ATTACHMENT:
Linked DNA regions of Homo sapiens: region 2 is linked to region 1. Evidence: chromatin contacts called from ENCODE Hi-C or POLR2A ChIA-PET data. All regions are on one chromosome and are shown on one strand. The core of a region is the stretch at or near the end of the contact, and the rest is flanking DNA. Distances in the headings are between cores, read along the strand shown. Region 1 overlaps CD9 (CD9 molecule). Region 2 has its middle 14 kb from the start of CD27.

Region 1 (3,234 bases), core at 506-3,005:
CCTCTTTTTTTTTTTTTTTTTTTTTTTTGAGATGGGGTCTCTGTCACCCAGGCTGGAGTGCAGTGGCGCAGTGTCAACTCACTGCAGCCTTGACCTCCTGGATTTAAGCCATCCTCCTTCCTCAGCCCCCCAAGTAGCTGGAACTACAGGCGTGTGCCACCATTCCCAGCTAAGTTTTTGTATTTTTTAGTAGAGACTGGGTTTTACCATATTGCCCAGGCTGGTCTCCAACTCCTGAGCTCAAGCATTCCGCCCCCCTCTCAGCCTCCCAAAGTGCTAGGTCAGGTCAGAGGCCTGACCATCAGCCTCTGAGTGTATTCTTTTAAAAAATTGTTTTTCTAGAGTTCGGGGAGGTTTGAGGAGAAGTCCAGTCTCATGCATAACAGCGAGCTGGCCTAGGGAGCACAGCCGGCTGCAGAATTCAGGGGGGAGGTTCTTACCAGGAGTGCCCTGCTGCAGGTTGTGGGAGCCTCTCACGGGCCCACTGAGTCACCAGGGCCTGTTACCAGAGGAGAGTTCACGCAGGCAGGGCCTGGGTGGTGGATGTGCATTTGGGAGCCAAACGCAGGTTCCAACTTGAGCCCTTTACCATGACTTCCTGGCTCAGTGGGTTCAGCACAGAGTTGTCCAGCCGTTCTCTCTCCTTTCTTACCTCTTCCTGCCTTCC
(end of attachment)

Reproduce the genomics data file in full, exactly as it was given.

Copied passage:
Linked DNA regions of Homo sapiens: region 2 is linked to region 1. Evidence: chromatin contacts called from ENCODE Hi-C or POLR2A ChIA-PET data. All regions are on one chromosome and are shown on one strand. The core of a region is the stretch at or near the end of the contact, and the rest is flanking DNA. Distances in the headings are between cores, read along the strand shown. Region 1 overlaps CD9 (CD9 molecule). Region 2 has its middle 14 kb from the start of CD27.

Region 1 (3,234 bases), core at 506-3,005:
CCTCTTTTTTTTTTTTTTTTTTTTTTTTGAGATGGGGTCTCTGTCACCCAGGCTGGAGTGCAGTGGCGCAGTGTCAACTCACTGCAGCCTTGACCTCCTGGATTTAAGCCATCCTCCTTCCTCAGCCCCCCAAGTAGCTGGAACTACAGGCGTGTGCCACCATTCCCAGCTAAGTTTTTGTATTTTTTAGTAGAGACTGGGTTTTACCATATTGCCCAGGCTGGTCTCCAACTCCTGAGCTCAAGCATTCCGCCCCCCTCTCAGCCTCCCAAAGTGCTAGGTCAGGTCAGAGGCCTGACCATCAGCCTCTGAGTGTATTCTTTTAAAAAATTGTTTTTCTAGAGTTCGGGGAGGTTTGAGGAGAAGTCCAGTCTCATGCATAACAGCGAGCTGGCCTAGGGAGCACAGCCGGCTGCAGAATTCAGGGGGGAGGTTCTTACCAGGAGTGCCCTGCTGCAGGTTGTGGGAGCCTCTCACGGGCCCACTGAGTCACCAGGGCCTGTTACCAGAGGAGAGTTCACGCAGGCAGGGCCTGGGTGGTGGATGTGCATTTGGGAGCCAAACGCAGGTTCCAACTTGAGCCCTTTACCATGACTTCCTGGCTCAGTGGGTTCAGCACAGAGTTGTCCAGCCGTTCTCTCTCCTTTCTTACCTCTTCCTGCCTTCC